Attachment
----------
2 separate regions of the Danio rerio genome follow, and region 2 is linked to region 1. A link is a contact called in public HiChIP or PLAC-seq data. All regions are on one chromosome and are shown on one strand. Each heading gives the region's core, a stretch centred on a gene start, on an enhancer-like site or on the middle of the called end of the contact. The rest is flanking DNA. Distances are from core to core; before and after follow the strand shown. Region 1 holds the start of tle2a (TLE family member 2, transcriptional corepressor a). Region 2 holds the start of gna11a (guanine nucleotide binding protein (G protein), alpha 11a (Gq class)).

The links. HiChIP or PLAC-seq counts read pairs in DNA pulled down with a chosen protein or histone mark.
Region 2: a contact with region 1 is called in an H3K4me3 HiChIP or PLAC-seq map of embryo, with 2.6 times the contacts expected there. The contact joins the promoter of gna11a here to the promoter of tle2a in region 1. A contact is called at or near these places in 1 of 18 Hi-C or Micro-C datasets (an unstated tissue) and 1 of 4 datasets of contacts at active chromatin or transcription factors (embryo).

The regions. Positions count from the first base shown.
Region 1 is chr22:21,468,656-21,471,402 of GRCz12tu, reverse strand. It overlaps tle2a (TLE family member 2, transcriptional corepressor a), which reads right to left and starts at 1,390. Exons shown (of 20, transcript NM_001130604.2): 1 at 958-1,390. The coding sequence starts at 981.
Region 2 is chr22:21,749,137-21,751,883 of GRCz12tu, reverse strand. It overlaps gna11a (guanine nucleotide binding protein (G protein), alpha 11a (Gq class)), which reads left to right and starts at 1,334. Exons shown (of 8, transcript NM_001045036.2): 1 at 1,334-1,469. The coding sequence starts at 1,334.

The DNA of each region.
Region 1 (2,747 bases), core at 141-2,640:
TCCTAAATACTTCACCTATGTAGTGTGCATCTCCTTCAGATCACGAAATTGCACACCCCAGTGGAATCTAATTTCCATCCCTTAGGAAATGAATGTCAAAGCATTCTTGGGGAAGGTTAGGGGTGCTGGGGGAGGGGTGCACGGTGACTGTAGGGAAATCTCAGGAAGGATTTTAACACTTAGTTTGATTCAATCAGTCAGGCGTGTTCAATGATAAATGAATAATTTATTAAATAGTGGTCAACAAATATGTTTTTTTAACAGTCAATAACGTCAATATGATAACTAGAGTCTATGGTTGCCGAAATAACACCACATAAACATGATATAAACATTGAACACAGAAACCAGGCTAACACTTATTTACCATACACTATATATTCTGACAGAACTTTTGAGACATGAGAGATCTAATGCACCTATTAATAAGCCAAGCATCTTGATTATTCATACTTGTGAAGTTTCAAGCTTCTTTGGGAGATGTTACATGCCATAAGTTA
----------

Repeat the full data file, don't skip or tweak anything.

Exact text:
2 separate regions of the Danio rerio genome follow, and region 2 is linked to region 1. A link is a contact called in public HiChIP or PLAC-seq data. All regions are on one chromosome and are shown on one strand. Each heading gives the region's core, a stretch centred on a gene start, on an enhancer-like site or on the middle of the called end of the contact. The rest is flanking DNA. Distances are from core to core; before and after follow the strand shown. Region 1 holds the start of tle2a (TLE family member 2, transcriptional corepressor a). Region 2 holds the start of gna11a (guanine nucleotide binding protein (G protein), alpha 11a (Gq class)).

The links. HiChIP or PLAC-seq counts read pairs in DNA pulled down with a chosen protein or histone mark.
Region 2: a contact with region 1 is called in an H3K4me3 HiChIP or PLAC-seq map of embryo, with 2.6 times the contacts expected there. The contact joins the promoter of gna11a here to the promoter of tle2a in region 1. A contact is called at or near these places in 1 of 18 Hi-C or Micro-C datasets (an unstated tissue) and 1 of 4 datasets of contacts at active chromatin or transcription factors (embryo).

The regions. Positions count from the first base shown.
Region 1 is chr22:21,468,656-21,471,402 of GRCz12tu, reverse strand. It overlaps tle2a (TLE family member 2, transcriptional corepressor a), which reads right to left and starts at 1,390. Exons shown (of 20, transcript NM_001130604.2): 1 at 958-1,390. The coding sequence starts at 981.
Region 2 is chr22:21,749,137-21,751,883 of GRCz12tu, reverse strand. It overlaps gna11a (guanine nucleotide binding protein (G protein), alpha 11a (Gq class)), which reads left to right and starts at 1,334. Exons shown (of 8, transcript NM_001045036.2): 1 at 1,334-1,469. The coding sequence starts at 1,334.

The DNA of each region.
Region 1 (2,747 bases), core at 141-2,640:
TCCTAAATACTTCACCTATGTAGTGTGCATCTCCTTCAGATCACGAAATTGCACACCCCAGTGGAATCTAATTTCCATCCCTTAGGAAATGAATGTCAAAGCATTCTTGGGGAAGGTTAGGGGTGCTGGGGGAGGGGTGCACGGTGACTGTAGGGAAATCTCAGGAAGGATTTTAACACTTAGTTTGATTCAATCAGTCAGGCGTGTTCAATGATAAATGAATAATTTATTAAATAGTGGTCAACAAATATGTTTTTTTAACAGTCAATAACGTCAATATGATAACTAGAGTCTATGGTTGCCGAAATAACACCACATAAACATGATATAAACATTGAACACAGAAACCAGGCTAACACTTATTTACCATACACTATATATTCTGACAGAACTTTTGAGACATGAGAGATCTAATGCACCTATTAATAAGCCAAGCATCTTGATTATTCATACTTGTGAAGTTTCAAGCTTCTTTGGGAGATGTTACATGCCATAAGTTA